The New Yorker’s Hendrik Hertzberg Calls Out Simon & Schuster on Corsi

Last week, Media Mob wondered whether Simon & Schuster Inc. would be taken to task for allowing Threshold Editions, its conservative imprint, to publish The Obama Nation, Jerome Corsi’s bestselling hit job on the presumptive Democratic nominee.

In the front of this week’s New Yorker, Hendrik Hertzberg does exactly that. “On a foundation of small, medium-sized, and extra-large falsehoods,” Mr. Hertzberg writes, “‘The Obama Nation’ erects a superstructure of innuendo, guilt by (often nonexistent) association, baseless speculation, and sinister-sounding but irrelevant digression.”

He goes on to say that Mr. Corsi’s last book—Unfit for Command, re: John Kerry—was published by Regnery, a publisher whose “sole raison d’être… is the promulgation of hard-right politics,” while this new one, he notes, comes from the much more mainstream Simon & Schuster. Something about this does not add up, Mr. Hertzberg suggests:

Corsi is, or ought to be, a marginal figure, but Mary Matalin, the editor-in-chief of Threshold Editions, is not a marginal Republican. She is a former chief of staff of the Republican National Committee, and she served in the current Administration as an Assistant to the President, the White House staff’s shiniest title. Nor is Simon & Schuster—which, seventeen years ago, gave a book contract to a young man who had been elected the first African-American president of the Harvard Law Review—a marginal publisher. But its standards have evidently slipped now that, along with CBS, MTV, and Paramount, it is part of Sumner Redstone’s National Amusements, Inc.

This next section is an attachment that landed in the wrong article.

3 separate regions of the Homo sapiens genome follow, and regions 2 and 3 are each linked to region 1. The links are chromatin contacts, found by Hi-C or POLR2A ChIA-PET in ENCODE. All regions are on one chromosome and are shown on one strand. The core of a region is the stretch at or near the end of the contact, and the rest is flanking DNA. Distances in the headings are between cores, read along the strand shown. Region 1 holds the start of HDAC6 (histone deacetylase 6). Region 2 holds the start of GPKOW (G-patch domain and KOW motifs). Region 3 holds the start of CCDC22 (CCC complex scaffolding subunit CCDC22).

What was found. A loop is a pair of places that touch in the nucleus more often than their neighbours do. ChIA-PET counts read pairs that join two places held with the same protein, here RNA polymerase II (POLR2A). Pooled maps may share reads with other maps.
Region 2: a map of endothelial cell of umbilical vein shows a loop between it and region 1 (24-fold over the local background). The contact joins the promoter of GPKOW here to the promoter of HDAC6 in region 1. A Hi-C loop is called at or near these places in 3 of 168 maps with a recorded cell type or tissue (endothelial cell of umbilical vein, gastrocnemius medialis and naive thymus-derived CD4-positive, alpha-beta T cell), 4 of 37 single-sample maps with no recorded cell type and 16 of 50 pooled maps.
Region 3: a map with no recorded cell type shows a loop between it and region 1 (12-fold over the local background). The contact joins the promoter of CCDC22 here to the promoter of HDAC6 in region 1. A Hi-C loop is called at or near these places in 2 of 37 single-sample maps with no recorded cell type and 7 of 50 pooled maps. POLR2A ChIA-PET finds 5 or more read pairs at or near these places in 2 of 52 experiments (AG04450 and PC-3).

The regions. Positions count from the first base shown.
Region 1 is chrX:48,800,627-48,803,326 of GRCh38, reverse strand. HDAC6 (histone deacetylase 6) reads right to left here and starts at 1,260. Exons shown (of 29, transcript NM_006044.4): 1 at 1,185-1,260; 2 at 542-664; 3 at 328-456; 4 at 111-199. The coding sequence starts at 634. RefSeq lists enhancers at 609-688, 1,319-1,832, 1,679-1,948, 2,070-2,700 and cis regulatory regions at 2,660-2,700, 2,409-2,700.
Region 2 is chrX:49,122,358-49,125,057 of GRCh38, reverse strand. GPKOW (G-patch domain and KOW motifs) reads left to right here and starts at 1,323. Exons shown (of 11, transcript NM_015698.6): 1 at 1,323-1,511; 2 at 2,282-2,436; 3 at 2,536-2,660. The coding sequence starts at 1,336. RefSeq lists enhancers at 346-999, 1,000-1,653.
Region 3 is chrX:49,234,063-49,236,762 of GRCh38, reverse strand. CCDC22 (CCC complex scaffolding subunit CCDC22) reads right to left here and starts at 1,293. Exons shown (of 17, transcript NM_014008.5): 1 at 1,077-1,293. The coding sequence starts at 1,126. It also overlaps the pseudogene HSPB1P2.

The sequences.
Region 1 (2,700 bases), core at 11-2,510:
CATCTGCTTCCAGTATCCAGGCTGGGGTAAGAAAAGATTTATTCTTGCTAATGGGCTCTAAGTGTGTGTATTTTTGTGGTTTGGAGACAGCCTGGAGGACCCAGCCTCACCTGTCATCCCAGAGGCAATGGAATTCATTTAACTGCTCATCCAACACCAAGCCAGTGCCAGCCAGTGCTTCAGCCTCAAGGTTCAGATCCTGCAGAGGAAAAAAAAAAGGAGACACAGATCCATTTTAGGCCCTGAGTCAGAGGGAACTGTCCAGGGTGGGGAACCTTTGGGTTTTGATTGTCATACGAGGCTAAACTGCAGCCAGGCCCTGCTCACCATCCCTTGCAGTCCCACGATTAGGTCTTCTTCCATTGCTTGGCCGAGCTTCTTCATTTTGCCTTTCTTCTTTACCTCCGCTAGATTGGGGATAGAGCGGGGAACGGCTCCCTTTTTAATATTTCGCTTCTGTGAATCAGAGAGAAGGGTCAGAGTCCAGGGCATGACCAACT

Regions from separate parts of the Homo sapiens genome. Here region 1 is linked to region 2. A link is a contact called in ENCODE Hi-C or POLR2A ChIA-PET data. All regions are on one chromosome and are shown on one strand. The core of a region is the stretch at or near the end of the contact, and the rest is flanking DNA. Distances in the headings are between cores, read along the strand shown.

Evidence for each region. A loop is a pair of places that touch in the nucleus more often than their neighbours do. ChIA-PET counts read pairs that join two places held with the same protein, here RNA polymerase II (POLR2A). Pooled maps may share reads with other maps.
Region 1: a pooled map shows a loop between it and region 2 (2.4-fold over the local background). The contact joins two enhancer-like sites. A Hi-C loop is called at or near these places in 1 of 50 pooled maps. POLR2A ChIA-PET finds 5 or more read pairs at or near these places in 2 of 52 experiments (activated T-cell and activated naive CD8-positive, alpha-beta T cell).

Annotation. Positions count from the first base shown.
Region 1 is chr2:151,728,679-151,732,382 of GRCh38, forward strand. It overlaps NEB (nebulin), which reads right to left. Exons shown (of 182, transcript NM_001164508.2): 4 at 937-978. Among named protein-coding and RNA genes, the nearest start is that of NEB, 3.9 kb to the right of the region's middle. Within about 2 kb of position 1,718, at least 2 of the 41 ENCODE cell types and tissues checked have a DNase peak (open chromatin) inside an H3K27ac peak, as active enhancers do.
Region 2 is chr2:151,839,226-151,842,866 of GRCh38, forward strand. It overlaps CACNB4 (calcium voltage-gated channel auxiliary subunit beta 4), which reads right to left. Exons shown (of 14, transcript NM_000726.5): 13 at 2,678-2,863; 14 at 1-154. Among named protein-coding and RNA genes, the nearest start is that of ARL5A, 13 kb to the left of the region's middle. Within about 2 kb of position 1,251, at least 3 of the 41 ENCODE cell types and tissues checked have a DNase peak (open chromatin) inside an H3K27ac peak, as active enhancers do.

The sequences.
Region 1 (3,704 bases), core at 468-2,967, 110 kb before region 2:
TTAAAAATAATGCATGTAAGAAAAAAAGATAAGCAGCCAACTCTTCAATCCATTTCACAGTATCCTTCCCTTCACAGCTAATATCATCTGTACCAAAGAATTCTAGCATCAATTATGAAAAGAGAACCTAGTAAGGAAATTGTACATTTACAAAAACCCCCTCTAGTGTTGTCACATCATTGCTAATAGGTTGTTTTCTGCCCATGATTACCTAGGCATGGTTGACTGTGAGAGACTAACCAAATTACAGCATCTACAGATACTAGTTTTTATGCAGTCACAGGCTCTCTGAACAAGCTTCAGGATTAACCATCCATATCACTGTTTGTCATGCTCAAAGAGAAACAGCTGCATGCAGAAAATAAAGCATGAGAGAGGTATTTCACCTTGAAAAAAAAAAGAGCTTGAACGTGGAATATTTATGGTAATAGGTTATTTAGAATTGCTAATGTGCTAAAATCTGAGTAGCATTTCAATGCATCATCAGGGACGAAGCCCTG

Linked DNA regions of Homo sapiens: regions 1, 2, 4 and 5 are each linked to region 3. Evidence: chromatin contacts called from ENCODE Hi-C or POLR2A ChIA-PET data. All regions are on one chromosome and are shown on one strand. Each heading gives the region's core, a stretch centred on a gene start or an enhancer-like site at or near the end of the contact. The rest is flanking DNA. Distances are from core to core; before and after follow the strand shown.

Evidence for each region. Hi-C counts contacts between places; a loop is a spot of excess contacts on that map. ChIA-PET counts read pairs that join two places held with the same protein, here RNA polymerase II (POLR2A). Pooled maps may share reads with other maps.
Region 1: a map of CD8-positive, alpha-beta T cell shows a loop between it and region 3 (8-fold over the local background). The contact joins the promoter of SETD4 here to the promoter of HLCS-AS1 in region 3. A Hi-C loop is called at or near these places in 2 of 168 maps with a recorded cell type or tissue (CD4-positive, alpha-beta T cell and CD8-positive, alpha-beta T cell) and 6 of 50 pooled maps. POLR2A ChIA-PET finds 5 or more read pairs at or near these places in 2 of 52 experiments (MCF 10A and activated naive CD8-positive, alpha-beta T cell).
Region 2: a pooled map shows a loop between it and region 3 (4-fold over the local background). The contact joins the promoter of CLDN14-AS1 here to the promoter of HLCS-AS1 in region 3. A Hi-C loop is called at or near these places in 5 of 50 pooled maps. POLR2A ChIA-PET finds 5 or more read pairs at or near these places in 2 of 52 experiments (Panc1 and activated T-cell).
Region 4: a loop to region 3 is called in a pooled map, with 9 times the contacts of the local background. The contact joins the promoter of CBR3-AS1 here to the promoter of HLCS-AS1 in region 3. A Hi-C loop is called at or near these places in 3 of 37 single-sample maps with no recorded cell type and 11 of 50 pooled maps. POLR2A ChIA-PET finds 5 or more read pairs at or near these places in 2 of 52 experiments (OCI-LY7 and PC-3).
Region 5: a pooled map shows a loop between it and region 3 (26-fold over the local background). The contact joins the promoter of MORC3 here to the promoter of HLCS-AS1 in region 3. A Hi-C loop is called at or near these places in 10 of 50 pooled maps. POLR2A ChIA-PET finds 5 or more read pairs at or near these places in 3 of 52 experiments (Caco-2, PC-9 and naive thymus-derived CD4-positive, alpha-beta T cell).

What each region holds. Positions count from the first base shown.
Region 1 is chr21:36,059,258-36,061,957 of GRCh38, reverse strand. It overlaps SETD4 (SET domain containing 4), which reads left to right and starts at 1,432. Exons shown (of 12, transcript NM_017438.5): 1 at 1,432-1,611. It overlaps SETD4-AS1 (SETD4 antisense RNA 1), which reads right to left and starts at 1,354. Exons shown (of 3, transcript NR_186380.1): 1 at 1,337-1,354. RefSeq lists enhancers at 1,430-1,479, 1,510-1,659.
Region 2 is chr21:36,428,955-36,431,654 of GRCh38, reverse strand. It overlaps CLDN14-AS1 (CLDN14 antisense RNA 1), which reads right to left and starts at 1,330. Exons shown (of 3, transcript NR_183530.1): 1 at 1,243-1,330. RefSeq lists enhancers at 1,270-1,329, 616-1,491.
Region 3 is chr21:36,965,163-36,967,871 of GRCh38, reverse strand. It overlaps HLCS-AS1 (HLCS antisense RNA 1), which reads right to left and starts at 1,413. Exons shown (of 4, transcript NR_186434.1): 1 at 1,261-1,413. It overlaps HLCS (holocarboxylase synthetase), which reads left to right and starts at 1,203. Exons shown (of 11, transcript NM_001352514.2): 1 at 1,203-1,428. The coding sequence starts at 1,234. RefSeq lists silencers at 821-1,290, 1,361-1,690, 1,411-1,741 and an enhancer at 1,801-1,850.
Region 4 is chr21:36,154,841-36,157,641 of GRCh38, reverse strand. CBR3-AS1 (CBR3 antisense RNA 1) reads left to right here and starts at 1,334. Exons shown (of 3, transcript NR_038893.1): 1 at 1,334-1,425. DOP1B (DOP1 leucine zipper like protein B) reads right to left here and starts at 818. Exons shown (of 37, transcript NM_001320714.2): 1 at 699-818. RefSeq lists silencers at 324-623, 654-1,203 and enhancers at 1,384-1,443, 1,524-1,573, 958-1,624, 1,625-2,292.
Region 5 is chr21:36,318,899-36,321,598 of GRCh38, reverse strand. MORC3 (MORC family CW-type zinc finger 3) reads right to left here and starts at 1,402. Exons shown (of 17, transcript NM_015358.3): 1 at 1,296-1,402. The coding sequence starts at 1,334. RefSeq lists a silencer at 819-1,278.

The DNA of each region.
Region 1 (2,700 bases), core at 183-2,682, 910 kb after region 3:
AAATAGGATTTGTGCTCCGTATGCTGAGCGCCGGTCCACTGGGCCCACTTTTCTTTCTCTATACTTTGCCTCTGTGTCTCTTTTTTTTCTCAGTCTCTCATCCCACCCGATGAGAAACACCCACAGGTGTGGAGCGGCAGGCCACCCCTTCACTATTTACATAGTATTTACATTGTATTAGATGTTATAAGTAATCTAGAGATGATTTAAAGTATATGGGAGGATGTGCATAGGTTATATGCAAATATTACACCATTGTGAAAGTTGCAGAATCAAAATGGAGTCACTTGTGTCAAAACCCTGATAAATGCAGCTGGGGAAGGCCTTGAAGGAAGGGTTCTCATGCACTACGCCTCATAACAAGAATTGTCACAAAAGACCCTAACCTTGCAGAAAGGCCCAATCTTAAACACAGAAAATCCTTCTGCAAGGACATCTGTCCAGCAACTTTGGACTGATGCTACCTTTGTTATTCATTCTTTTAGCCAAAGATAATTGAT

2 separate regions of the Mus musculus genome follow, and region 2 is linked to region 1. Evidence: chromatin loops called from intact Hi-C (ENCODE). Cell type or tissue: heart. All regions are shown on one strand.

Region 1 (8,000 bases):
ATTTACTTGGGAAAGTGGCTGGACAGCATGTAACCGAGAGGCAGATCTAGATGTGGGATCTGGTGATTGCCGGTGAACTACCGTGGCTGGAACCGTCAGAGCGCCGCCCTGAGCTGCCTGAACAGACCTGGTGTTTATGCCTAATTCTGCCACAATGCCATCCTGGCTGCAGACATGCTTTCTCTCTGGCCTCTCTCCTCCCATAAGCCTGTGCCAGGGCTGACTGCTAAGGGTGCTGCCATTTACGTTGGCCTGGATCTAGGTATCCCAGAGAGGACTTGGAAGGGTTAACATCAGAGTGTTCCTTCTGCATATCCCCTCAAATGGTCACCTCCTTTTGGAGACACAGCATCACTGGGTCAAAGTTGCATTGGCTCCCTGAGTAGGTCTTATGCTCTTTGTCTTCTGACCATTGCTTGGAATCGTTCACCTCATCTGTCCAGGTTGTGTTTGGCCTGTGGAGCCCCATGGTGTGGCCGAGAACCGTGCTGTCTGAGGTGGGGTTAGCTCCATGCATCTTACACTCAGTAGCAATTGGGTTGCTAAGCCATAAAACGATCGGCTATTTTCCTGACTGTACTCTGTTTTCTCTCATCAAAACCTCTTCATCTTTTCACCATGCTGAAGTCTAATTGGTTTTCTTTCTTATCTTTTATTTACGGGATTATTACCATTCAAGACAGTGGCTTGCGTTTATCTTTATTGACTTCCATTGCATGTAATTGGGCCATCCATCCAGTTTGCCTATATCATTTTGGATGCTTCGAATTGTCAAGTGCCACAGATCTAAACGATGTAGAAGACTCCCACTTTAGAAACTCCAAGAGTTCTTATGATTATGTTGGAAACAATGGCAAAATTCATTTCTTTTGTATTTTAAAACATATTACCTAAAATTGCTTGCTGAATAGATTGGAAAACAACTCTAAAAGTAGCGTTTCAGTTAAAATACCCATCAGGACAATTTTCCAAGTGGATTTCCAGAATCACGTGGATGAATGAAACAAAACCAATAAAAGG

Mr. Hertzberg stops just short of saying S&S should have prevented Obama Nation from coming out, but it seems pretty clear that he believes the company should be required to stand behind its contents. Unclear whether he thinks this is a controversial opinion or a totally intuitive one, but the fact is, it’s a thing people in the publishing industry are pretty sharply divided on and there’s no totally easy answer. More on that in the print edition of this week’s Observer if things go as planned.

The New Yorker’s Hendrik Hertzberg Calls Out Simon & Schuster on Corsi